The Tennessee Supreme Court ruled Monday, December 30 that Marcus Pope, who committed a robbery after being invited inside the Memphis residence of Carl Brown, could not also be convicted of a burglary.
In August of 2010, Brown, known as the “Candy Man,” sold snacks and soft drinks through a window of his residence. He recognized Pope as a regular customer and, because of the hot weather, invited him and an unidentified companion inside.
The two men then attacked Brown and stole money that was in his pocket, as well as other items in the residence. Because neither Pope nor his companion had in any way deceived Brown in order to gain entry to the residence, the Supreme Court held that the state statute did not permit a conviction for burglary.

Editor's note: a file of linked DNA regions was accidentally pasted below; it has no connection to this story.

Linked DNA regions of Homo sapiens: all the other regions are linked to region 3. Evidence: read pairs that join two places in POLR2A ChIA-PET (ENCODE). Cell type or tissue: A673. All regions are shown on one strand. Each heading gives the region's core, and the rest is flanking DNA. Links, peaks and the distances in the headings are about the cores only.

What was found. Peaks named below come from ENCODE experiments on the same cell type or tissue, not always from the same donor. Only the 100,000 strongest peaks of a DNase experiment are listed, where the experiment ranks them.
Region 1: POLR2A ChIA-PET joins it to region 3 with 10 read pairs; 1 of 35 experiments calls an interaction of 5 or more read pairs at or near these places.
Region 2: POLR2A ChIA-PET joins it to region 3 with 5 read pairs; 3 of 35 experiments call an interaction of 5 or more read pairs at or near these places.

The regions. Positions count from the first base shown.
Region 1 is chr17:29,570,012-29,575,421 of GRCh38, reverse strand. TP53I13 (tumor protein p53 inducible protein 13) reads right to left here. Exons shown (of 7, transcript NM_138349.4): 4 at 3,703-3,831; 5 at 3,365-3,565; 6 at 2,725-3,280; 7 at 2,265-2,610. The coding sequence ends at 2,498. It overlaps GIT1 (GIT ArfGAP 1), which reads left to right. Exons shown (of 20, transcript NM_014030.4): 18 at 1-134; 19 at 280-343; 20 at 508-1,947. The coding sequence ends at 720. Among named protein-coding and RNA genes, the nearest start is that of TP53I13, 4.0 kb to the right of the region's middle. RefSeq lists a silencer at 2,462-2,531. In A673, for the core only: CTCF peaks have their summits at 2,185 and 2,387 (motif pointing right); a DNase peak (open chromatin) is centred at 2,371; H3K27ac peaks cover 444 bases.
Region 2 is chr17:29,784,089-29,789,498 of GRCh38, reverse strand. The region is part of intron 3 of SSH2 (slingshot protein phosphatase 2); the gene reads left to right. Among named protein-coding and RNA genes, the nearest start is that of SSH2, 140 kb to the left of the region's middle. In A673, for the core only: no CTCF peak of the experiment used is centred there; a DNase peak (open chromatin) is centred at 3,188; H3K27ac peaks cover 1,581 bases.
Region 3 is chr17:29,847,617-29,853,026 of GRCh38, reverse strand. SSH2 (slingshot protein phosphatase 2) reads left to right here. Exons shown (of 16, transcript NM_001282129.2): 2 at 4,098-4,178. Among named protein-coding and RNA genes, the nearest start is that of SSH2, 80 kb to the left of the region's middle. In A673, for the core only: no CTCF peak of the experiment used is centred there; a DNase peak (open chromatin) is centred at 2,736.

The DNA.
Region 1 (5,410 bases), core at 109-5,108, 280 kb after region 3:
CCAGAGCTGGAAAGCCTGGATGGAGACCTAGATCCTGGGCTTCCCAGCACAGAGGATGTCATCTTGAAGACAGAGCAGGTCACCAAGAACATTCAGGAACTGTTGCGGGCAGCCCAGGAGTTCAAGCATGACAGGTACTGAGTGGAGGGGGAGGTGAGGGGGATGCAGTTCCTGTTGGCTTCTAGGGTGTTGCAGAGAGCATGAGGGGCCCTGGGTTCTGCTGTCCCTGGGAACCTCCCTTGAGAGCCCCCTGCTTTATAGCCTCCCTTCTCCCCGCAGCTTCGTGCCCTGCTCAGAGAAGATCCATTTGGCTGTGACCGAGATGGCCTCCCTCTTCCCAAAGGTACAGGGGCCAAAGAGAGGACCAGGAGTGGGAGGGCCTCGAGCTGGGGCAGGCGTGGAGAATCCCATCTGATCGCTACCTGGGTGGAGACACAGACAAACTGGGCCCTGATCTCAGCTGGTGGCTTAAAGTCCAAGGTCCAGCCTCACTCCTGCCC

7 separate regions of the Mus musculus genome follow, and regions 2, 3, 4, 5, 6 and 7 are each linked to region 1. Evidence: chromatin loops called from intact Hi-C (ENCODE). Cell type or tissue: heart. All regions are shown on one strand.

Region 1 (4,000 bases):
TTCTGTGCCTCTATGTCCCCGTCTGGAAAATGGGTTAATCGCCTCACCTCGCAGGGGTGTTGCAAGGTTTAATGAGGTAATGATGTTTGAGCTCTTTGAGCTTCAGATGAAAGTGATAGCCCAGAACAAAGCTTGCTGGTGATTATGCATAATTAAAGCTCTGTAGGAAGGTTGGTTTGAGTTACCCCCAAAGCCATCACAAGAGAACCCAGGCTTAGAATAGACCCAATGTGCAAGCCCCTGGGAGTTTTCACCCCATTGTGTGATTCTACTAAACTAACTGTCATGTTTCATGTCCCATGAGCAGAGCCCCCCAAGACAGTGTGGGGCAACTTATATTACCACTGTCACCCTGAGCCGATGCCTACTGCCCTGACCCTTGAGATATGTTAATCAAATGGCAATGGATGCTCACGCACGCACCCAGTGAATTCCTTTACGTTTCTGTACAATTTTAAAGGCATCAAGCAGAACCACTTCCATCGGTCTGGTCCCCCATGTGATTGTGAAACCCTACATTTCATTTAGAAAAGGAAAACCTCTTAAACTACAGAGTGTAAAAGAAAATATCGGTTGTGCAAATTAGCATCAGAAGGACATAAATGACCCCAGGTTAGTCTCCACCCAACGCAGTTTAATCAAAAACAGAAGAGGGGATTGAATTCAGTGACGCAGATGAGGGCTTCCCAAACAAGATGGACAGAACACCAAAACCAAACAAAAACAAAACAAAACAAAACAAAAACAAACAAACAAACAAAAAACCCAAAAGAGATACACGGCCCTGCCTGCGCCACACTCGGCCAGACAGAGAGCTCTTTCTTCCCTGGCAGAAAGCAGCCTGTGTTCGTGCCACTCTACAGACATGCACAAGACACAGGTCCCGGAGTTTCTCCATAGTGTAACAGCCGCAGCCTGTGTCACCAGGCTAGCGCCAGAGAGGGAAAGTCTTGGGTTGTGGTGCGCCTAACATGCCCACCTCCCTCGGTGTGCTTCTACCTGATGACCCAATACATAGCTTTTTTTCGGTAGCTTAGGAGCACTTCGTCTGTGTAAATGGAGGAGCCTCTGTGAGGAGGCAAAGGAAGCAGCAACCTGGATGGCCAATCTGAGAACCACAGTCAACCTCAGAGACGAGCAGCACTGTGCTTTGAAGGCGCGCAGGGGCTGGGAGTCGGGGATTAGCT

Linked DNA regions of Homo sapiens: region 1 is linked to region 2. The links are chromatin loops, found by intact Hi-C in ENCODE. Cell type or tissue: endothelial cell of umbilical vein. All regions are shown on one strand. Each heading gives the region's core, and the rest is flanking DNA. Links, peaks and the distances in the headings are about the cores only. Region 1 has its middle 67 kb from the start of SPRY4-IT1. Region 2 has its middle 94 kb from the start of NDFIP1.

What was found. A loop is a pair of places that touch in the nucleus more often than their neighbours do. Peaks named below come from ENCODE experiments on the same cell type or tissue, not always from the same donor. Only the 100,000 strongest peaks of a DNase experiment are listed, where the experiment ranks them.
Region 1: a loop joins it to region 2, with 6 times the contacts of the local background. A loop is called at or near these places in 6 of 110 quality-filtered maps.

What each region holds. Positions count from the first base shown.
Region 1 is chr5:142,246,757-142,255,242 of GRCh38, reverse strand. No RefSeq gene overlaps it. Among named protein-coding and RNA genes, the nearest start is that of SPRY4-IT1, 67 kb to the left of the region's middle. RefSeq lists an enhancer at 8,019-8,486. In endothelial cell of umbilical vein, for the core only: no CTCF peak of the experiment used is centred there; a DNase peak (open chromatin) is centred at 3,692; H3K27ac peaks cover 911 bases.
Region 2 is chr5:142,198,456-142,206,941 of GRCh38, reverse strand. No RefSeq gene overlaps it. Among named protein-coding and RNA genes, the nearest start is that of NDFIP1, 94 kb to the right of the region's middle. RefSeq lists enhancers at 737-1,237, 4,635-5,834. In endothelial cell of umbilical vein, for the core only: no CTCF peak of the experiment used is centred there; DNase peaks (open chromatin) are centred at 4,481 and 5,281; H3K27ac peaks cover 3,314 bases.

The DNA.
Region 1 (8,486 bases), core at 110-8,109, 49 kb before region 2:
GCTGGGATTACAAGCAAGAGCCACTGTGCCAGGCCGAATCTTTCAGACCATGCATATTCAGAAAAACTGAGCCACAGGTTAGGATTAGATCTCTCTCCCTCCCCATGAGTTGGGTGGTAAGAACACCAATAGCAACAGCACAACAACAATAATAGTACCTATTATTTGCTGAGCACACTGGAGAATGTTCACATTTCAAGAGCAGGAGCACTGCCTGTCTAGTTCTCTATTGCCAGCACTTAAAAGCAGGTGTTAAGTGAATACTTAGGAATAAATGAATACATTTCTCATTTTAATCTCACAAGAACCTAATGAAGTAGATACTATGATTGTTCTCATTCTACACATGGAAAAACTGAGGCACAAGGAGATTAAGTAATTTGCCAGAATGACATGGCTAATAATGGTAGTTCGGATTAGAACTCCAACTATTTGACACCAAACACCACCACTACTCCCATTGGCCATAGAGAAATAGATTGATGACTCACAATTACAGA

Tennessee law makes a distinction between burglary – a theft after unauthorized entry into a place where someone resides – and robbery – a theft from a person.
Pope, who is serving a 10-year sentence for the robbery, may be retried for the lesser offenses of aggravated criminal trespass or criminal trespass, both misdemeanors.
Read the opinion in State of Tennessee v. Marcus Pope, authored by Chief Justice Gary R. Wade.